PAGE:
And finally, what you WILL NOT SEE this week is the most brilliant Cannes Lions case studies deck with all the juicy details, including the full brief, the insights behind the campaigns, the aha moments, how the agencies activated these campaigns and what the results were. The presentation was uploaded by Peter Komyanos and lived for about 6 hours before it was promptly taken down.

I emailed Julian Cole (author of Planning Dirty newsletter, which was where I found out about it) to find out if the Cannes Lions Case Study presentation would be put back up and why it was removed but sadly he doesn’t know why either.

But you can subscribe to Julian’s email here.

This is what it looked like:

 

Ok, on with the show.


Cannes Lions Case Study: 

Ok, so I actually got to look at about half the Cannes case studies, and whilst I can’t remember the others that I read (memory of a small fruitfly) I DID remember this incredibly insightful and memorable campaign on male suicide, Project 84.

There have been 47,500 suicides in the UK in the past 10 years, of which 45,000 were male. That’s more than 4000 men killing themselves every year in Britain alone.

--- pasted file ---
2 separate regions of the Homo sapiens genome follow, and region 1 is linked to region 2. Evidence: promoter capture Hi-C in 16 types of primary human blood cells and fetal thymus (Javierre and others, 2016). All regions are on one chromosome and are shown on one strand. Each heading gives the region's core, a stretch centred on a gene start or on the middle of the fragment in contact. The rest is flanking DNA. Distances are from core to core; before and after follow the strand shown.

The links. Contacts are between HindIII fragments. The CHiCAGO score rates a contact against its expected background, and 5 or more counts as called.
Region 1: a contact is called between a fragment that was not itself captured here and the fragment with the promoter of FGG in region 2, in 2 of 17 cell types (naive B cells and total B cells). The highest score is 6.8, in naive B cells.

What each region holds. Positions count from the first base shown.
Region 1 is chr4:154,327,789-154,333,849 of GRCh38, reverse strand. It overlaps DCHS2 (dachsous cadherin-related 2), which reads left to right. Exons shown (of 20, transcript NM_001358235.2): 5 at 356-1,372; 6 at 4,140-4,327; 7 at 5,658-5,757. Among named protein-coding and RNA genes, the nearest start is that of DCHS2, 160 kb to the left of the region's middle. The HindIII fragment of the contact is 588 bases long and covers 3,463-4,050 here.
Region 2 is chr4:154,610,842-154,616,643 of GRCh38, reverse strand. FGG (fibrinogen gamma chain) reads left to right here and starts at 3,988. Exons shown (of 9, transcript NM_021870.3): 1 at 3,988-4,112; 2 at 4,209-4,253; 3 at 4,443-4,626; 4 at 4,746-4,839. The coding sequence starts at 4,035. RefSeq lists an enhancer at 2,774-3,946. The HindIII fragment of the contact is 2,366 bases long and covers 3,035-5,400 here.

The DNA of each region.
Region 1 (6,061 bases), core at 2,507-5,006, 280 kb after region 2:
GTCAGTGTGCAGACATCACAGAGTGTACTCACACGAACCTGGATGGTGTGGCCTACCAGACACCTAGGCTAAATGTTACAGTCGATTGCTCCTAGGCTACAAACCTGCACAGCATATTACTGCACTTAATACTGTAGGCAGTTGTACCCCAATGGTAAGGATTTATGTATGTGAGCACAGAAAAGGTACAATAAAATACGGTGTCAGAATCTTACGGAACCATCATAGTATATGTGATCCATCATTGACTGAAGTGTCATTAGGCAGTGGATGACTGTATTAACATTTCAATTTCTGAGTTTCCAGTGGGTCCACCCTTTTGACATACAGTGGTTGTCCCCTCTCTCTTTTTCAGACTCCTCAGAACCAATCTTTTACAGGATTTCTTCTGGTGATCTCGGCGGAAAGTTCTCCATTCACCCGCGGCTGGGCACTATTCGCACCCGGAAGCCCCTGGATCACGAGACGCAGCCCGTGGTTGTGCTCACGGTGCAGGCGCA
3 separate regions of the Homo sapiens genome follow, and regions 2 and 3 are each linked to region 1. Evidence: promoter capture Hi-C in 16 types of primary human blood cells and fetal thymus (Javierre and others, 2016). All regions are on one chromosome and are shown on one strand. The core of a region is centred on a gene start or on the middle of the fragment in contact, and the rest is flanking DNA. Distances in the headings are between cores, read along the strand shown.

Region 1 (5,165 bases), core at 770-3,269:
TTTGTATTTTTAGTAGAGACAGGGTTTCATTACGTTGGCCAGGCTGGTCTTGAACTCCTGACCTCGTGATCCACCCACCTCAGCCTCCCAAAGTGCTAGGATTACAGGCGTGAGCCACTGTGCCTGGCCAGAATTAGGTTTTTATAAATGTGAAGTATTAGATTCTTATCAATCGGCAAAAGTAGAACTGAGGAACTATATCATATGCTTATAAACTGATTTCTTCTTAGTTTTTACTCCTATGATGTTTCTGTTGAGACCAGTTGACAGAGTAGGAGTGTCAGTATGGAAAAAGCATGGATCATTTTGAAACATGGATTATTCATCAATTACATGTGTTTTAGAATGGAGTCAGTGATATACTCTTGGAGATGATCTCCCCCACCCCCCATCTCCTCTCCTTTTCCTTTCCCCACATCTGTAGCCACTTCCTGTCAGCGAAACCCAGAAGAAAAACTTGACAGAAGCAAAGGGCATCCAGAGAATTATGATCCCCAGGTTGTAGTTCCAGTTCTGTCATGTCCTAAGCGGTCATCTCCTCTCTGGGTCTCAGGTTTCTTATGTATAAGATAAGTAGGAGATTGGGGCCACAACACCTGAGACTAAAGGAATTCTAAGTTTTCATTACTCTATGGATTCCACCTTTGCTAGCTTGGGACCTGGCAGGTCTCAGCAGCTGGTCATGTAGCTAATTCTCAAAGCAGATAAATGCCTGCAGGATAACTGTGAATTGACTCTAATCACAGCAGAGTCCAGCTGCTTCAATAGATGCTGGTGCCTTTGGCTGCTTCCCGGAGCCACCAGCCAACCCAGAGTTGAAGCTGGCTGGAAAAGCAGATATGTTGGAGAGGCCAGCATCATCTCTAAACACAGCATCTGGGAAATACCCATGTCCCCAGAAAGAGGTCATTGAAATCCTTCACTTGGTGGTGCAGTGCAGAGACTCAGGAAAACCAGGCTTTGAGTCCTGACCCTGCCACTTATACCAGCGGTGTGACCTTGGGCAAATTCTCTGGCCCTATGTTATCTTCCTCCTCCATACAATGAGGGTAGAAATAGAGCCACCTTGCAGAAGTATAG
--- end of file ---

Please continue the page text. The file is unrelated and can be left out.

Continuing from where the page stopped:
Project 84 was developed in partnership with Harry’s.

The insight was that people don’t truly understand the gravitas of a number like that. So the team dug around to see what number did impact people, and found that 84 men committing suicide each week was a number that truly hit home. It was comprehensible in an incomprehensible way because it felt so real.

The team erected 84 human statues around London, each one representing a real man who took his life.

You can find all the details and read about each of the men represented here